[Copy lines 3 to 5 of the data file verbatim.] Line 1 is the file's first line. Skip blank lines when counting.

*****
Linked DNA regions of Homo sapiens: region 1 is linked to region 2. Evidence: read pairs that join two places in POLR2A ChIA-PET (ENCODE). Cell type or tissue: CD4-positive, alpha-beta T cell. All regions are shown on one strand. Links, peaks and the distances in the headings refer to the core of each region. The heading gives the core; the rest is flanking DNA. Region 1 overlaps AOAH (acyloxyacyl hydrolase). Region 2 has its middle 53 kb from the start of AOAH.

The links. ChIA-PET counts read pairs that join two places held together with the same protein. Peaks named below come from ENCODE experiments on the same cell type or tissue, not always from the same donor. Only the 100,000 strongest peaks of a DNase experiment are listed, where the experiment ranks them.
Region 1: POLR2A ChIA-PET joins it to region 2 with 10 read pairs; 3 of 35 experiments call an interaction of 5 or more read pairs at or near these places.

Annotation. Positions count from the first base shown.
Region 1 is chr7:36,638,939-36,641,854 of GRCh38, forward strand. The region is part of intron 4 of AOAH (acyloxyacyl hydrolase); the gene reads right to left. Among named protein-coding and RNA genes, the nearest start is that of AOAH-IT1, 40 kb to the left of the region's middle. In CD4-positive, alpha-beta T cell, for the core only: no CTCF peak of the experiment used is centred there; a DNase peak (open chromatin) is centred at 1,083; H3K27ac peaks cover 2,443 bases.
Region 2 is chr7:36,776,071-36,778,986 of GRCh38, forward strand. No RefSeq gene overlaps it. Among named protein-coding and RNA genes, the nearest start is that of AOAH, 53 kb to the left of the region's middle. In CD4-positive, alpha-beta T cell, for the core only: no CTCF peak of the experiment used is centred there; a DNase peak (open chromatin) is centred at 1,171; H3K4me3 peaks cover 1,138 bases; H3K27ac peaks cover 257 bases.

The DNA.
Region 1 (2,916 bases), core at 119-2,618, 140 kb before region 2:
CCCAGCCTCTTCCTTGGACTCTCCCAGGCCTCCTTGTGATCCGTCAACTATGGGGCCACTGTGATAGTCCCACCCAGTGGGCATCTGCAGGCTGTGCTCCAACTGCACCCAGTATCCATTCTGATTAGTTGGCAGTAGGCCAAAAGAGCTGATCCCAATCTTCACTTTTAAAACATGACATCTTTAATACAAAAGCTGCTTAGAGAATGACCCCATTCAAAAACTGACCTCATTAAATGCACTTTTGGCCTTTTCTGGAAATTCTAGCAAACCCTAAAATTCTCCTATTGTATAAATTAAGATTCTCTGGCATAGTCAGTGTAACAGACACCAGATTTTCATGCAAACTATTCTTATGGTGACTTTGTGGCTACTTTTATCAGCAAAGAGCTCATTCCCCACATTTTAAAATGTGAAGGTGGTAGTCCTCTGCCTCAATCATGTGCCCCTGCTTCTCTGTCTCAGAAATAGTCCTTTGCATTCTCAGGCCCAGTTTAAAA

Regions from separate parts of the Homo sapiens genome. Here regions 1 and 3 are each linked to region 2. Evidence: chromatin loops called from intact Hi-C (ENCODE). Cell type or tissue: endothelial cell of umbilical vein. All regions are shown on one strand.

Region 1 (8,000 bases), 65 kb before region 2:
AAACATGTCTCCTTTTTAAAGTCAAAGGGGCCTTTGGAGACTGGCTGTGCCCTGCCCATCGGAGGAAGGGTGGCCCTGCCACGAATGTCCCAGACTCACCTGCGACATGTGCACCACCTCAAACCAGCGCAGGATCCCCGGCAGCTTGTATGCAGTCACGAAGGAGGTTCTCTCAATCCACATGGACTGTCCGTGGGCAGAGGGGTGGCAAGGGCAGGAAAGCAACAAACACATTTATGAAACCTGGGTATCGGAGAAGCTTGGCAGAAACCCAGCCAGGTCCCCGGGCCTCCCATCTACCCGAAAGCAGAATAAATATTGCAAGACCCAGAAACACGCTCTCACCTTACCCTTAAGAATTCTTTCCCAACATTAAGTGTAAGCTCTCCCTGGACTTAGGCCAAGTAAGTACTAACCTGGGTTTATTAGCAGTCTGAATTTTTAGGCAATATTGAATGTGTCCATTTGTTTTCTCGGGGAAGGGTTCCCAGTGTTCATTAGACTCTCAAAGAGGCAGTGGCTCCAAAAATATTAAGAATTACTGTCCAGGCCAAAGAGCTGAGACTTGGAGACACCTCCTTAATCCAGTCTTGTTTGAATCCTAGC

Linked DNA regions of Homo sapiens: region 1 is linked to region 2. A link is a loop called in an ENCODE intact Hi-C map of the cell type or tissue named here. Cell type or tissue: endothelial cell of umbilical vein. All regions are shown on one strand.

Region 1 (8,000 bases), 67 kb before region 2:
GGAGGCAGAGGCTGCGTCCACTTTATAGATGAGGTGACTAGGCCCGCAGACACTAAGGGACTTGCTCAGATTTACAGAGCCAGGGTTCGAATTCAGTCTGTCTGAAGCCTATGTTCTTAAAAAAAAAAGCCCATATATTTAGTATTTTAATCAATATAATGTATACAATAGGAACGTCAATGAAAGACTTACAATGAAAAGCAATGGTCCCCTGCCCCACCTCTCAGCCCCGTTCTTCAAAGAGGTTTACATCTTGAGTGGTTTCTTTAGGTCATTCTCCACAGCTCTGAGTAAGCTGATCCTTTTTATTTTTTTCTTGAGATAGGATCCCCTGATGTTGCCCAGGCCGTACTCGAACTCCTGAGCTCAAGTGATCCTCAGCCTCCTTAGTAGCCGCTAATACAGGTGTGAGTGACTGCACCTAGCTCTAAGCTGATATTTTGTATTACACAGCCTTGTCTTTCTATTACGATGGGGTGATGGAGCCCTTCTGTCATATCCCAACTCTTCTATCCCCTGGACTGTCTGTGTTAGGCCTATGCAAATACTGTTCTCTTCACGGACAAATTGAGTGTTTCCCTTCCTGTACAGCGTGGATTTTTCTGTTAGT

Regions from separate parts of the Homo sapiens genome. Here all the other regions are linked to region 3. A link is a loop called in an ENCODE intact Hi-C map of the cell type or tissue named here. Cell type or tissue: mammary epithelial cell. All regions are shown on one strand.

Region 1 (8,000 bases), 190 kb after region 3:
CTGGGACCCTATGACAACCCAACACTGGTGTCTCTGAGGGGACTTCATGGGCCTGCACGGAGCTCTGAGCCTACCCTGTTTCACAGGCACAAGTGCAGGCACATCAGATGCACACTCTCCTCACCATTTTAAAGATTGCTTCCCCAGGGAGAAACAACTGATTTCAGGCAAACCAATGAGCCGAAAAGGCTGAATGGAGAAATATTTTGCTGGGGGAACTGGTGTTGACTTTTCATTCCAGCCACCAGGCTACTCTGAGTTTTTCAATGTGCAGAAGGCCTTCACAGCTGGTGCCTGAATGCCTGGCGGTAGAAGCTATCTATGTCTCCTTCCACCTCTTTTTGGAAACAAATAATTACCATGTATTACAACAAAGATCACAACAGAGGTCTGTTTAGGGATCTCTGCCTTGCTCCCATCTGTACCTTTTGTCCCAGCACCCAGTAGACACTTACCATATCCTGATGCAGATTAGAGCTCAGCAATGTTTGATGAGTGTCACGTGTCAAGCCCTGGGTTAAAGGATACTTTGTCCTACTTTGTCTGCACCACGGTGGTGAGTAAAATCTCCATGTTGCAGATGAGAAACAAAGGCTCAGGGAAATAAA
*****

Region 1: POLR2A ChIA-PET joins it to region 2 with 10 read pairs; 3 of 35 experiments call an interaction of 5 or more read pairs at or near these places.

Annotation. Positions count from the first base shown.
Region 1 is chr7:36,638,939-36,641,854 of GRCh38, forward strand. The region is part of intron 4 of AOAH (acyloxyacyl hydrolase); the gene reads right to left. Among named protein-coding and RNA genes, the nearest start is that of AOAH-IT1, 40 kb to the left of the region's middle. In CD4-positive, alpha-beta T cell, for the core only: no CTCF peak of the experiment used is centred there; a DNase peak (open chromatin) is centred at 1,083; H3K27ac peaks cover 2,443 bases.